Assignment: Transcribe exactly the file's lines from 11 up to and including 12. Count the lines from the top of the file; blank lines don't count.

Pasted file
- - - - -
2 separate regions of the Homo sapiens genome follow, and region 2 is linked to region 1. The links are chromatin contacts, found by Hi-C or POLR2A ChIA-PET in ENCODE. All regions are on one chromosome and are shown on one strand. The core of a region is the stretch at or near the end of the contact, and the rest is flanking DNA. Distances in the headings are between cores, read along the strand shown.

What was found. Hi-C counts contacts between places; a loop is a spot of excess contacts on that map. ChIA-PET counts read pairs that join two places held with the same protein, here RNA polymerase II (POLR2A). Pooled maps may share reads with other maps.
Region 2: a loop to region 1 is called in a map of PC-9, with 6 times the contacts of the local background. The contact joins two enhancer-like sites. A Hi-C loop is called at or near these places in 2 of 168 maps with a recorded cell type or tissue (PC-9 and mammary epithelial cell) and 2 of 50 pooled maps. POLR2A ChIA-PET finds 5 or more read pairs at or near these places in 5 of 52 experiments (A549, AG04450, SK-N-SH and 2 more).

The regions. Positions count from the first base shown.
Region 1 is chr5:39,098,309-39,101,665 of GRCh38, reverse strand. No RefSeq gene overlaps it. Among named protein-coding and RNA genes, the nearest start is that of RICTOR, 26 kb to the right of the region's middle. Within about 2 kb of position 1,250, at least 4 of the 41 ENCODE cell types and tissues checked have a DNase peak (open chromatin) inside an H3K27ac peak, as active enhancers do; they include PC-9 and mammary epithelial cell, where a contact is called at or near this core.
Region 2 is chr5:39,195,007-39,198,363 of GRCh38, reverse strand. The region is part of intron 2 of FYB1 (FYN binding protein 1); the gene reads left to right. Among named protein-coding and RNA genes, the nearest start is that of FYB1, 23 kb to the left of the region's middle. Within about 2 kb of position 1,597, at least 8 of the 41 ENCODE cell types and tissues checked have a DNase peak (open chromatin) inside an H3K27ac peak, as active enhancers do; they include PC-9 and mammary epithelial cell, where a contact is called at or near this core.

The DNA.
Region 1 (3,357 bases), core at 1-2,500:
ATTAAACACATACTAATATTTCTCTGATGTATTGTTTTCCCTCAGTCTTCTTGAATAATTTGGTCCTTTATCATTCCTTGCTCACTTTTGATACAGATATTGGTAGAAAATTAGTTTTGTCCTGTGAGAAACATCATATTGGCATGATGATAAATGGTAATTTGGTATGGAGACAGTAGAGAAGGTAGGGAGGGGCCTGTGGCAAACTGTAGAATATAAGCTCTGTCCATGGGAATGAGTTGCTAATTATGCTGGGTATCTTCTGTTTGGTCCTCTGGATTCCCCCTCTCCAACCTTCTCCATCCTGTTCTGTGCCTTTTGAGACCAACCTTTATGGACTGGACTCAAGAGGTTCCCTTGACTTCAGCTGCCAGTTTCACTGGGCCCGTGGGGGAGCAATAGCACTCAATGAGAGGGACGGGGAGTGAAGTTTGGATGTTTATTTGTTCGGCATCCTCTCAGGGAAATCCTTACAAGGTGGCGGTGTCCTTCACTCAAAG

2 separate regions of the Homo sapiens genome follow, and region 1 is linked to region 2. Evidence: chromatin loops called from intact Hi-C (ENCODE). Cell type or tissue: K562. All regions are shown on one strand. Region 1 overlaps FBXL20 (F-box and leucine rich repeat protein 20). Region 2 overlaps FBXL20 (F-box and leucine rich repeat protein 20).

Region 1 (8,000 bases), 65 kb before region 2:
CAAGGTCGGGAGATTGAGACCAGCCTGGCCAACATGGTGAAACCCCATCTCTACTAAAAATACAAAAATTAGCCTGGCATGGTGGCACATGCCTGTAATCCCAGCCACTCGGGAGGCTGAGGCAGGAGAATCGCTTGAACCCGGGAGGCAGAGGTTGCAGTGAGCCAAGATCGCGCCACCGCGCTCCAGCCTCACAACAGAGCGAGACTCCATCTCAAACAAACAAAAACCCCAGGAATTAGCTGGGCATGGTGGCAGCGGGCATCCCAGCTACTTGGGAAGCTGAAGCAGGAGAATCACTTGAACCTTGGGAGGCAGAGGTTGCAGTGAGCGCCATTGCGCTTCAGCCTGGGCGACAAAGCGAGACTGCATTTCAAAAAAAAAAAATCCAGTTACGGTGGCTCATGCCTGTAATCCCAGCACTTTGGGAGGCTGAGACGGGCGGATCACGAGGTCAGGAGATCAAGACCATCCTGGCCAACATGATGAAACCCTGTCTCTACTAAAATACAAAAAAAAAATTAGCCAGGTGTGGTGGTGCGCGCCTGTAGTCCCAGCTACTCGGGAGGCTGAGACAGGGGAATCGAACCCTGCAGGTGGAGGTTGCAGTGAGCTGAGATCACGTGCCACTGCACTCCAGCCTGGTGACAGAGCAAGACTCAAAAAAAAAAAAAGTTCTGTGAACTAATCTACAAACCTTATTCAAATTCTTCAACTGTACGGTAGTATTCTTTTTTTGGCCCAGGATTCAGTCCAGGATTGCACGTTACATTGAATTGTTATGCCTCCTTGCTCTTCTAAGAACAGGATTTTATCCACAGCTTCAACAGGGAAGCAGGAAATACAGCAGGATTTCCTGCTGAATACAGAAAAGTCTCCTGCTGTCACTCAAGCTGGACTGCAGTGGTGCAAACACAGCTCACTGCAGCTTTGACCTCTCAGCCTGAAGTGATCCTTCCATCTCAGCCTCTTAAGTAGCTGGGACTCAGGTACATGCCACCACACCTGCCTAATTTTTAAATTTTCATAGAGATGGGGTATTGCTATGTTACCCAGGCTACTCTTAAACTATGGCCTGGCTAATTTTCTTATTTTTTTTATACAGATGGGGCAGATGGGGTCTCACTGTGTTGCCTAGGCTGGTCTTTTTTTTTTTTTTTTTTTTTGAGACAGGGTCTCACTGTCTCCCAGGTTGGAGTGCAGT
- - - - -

Region 1 (8,000 bases), 65 kb before region 2:
CAAGGTCGGGAGATTGAGACCAGCCTGGCCAACATGGTGAAACCCCATCTCTACTAAAAATACAAAAATTAGCCTGGCATGGTGGCACATGCCTGTAATCCCAGCCACTCGGGAGGCTGAGGCAGGAGAATCGCTTGAACCCGGGAGGCAGAGGTTGCAGTGAGCCAAGATCGCGCCACCGCGCTCCAGCCTCACAACAGAGCGAGACTCCATCTCAAACAAACAAAAACCCCAGGAATTAGCTGGGCATGGTGGCAGCGGGCATCCCAGCTACTTGGGAAGCTGAAGCAGGAGAATCACTTGAACCTTGGGAGGCAGAGGTTGCAGTGAGCGCCATTGCGCTTCAGCCTGGGCGACAAAGCGAGACTGCATTTCAAAAAAAAAAAATCCAGTTACGGTGGCTCATGCCTGTAATCCCAGCACTTTGGGAGGCTGAGACGGGCGGATCACGAGGTCAGGAGATCAAGACCATCCTGGCCAACATGATGAAACCCTGTCTCTACTAAAATACAAAAAAAAAATTAGCCAGGTGTGGTGGTGCGCGCCTGTAGTCCCAGCTACTCGGGAGGCTGAGACAGGGGAATCGAACCCTGCAGGTGGAGGTTGCAGTGAGCTGAGATCACGTGCCACTGCACTCCAGCCTGGTGACAGAGCAAGACTCAAAAAAAAAAAAAGTTCTGTGAACTAATCTACAAACCTTATTCAAATTCTTCAACTGTACGGTAGTATTCTTTTTTTGGCCCAGGATTCAGTCCAGGATTGCACGTTACATTGAATTGTTATGCCTCCTTGCTCTTCTAAGAACAGGATTTTATCCACAGCTTCAACAGGGAAGCAGGAAATACAGCAGGATTTCCTGCTGAATACAGAAAAGTCTCCTGCTGTCACTCAAGCTGGACTGCAGTGGTGCAAACACAGCTCACTGCAGCTTTGACCTCTCAGCCTGAAGTGATCCTTCCATCTCAGCCTCTTAAGTAGCTGGGACTCAGGTACATGCCACCACACCTGCCTAATTTTTAAATTTTCATAGAGATGGGGTATTGCTATGTTACCCAGGCTACTCTTAAACTATGGCCTGGCTAATTTTCTTATTTTTTTTATACAGATGGGGCAGATGGGGTCTCACTGTGTTGCCTAGGCTGGTCTTTTTTTTTTTTTTTTTTTTTGAGACAGGGTCTCACTGTCTCCCAGGTTGGAGTGCAGT